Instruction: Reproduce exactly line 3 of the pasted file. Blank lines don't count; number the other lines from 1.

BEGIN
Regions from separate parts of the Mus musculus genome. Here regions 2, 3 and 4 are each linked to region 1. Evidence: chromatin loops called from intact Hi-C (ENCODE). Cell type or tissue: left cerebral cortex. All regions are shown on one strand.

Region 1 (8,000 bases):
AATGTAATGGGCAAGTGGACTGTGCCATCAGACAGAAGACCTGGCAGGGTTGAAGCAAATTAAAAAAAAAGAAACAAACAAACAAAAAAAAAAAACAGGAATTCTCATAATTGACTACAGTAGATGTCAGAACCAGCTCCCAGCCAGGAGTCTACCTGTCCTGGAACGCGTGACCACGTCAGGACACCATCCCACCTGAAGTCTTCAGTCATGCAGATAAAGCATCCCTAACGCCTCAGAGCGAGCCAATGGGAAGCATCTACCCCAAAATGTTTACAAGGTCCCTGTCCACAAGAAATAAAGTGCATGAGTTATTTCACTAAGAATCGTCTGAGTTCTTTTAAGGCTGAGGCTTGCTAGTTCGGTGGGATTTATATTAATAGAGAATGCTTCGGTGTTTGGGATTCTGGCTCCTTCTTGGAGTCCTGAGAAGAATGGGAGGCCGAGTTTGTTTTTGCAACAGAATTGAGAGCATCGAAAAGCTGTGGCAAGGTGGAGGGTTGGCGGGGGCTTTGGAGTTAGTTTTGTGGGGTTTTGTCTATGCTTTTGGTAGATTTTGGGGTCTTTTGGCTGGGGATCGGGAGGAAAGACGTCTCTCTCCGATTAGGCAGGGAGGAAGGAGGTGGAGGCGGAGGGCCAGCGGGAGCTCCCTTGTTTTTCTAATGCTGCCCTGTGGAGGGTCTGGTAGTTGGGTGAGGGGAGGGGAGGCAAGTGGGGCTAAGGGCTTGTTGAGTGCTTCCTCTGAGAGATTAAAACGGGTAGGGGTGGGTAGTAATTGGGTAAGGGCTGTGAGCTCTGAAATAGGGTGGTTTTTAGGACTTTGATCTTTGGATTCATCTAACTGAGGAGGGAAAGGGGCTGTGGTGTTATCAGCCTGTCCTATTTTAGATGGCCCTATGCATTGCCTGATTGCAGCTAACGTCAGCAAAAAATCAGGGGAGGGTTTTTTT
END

AATGTAATGGGCAAGTGGACTGTGCCATCAGACAGAAGACCTGGCAGGGTTGAAGCAAATTAAAAAAAAAGAAACAAACAAACAAAAAAAAAAAACAGGAATTCTCATAATTGACTACAGTAGATGTCAGAACCAGCTCCCAGCCAGGAGTCTACCTGTCCTGGAACGCGTGACCACGTCAGGACACCATCCCACCTGAAGTCTTCAGTCATGCAGATAAAGCATCCCTAACGCCTCAGAGCGAGCCAATGGGAAGCATCTACCCCAAAATGTTTACAAGGTCCCTGTCCACAAGAAATAAAGTGCATGAGTTATTTCACTAAGAATCGTCTGAGTTCTTTTAAGGCTGAGGCTTGCTAGTTCGGTGGGATTTATATTAATAGAGAATGCTTCGGTGTTTGGGATTCTGGCTCCTTCTTGGAGTCCTGAGAAGAATGGGAGGCCGAGTTTGTTTTTGCAACAGAATTGAGAGCATCGAAAAGCTGTGGCAAGGTGGAGGGTTGGCGGGGGCTTTGGAGTTAGTTTTGTGGGGTTTTGTCTATGCTTTTGGTAGATTTTGGGGTCTTTTGGCTGGGGATCGGGAGGAAAGACGTCTCTCTCCGATTAGGCAGGGAGGAAGGAGGTGGAGGCGGAGGGCCAGCGGGAGCTCCCTTGTTTTTCTAATGCTGCCCTGTGGAGGGTCTGGTAGTTGGGTGAGGGGAGGGGAGGCAAGTGGGGCTAAGGGCTTGTTGAGTGCTTCCTCTGAGAGATTAAAACGGGTAGGGGTGGGTAGTAATTGGGTAAGGGCTGTGAGCTCTGAAATAGGGTGGTTTTTAGGACTTTGATCTTTGGATTCATCTAACTGAGGAGGGAAAGGGGCTGTGGTGTTATCAGCCTGTCCTATTTTAGATGGCCCTATGCATTGCCTGATTGCAGCTAACGTCAGCAAAAAATCAGGGGAGGGTTTTTTT